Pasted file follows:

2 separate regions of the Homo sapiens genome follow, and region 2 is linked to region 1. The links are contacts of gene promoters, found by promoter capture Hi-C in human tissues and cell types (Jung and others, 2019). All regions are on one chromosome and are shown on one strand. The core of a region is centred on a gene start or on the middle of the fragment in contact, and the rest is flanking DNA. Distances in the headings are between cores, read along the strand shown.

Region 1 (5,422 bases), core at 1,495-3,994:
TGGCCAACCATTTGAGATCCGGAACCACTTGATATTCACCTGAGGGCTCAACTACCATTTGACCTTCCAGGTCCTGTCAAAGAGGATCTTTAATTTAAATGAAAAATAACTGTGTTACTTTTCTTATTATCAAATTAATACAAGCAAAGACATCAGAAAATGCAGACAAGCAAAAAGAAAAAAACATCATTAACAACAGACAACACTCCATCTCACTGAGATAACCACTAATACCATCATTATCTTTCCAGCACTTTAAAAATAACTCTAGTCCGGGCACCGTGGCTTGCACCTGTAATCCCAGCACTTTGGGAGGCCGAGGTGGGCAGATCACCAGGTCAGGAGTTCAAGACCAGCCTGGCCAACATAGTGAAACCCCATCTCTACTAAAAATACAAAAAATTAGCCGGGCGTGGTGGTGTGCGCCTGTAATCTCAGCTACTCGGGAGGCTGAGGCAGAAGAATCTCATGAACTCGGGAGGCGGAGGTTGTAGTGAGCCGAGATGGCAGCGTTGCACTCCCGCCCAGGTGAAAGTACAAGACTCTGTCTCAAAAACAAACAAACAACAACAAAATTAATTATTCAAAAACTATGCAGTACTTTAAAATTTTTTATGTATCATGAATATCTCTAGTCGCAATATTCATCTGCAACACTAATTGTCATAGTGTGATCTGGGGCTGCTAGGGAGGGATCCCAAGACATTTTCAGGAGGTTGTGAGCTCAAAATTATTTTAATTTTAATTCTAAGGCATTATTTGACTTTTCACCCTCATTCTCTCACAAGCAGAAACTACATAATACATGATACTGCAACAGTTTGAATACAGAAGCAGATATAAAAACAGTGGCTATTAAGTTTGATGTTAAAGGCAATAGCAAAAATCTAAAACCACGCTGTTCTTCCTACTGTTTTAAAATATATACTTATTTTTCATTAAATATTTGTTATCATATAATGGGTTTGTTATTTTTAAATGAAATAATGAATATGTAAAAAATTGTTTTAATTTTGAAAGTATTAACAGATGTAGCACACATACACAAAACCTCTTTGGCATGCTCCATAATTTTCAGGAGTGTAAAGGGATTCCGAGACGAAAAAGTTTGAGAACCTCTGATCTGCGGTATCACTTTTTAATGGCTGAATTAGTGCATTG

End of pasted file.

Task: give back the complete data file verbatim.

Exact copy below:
2 separate regions of the Homo sapiens genome follow, and region 2 is linked to region 1. The links are contacts of gene promoters, found by promoter capture Hi-C in human tissues and cell types (Jung and others, 2019). All regions are on one chromosome and are shown on one strand. The core of a region is centred on a gene start or on the middle of the fragment in contact, and the rest is flanking DNA. Distances in the headings are between cores, read along the strand shown.

Region 1 (5,422 bases), core at 1,495-3,994:
TGGCCAACCATTTGAGATCCGGAACCACTTGATATTCACCTGAGGGCTCAACTACCATTTGACCTTCCAGGTCCTGTCAAAGAGGATCTTTAATTTAAATGAAAAATAACTGTGTTACTTTTCTTATTATCAAATTAATACAAGCAAAGACATCAGAAAATGCAGACAAGCAAAAAGAAAAAAACATCATTAACAACAGACAACACTCCATCTCACTGAGATAACCACTAATACCATCATTATCTTTCCAGCACTTTAAAAATAACTCTAGTCCGGGCACCGTGGCTTGCACCTGTAATCCCAGCACTTTGGGAGGCCGAGGTGGGCAGATCACCAGGTCAGGAGTTCAAGACCAGCCTGGCCAACATAGTGAAACCCCATCTCTACTAAAAATACAAAAAATTAGCCGGGCGTGGTGGTGTGCGCCTGTAATCTCAGCTACTCGGGAGGCTGAGGCAGAAGAATCTCATGAACTCGGGAGGCGGAGGTTGTAGTGAGCCGAGATGGCAGCGTTGCACTCCCGCCCAGGTGAAAGTACAAGACTCTGTCTCAAAAACAAACAAACAACAACAAAATTAATTATTCAAAAACTATGCAGTACTTTAAAATTTTTTATGTATCATGAATATCTCTAGTCGCAATATTCATCTGCAACACTAATTGTCATAGTGTGATCTGGGGCTGCTAGGGAGGGATCCCAAGACATTTTCAGGAGGTTGTGAGCTCAAAATTATTTTAATTTTAATTCTAAGGCATTATTTGACTTTTCACCCTCATTCTCTCACAAGCAGAAACTACATAATACATGATACTGCAACAGTTTGAATACAGAAGCAGATATAAAAACAGTGGCTATTAAGTTTGATGTTAAAGGCAATAGCAAAAATCTAAAACCACGCTGTTCTTCCTACTGTTTTAAAATATATACTTATTTTTCATTAAATATTTGTTATCATATAATGGGTTTGTTATTTTTAAATGAAATAATGAATATGTAAAAAATTGTTTTAATTTTGAAAGTATTAACAGATGTAGCACACATACACAAAACCTCTTTGGCATGCTCCATAATTTTCAGGAGTGTAAAGGGATTCCGAGACGAAAAAGTTTGAGAACCTCTGATCTGCGGTATCACTTTTTAATGGCTGAATTAGTGCATTG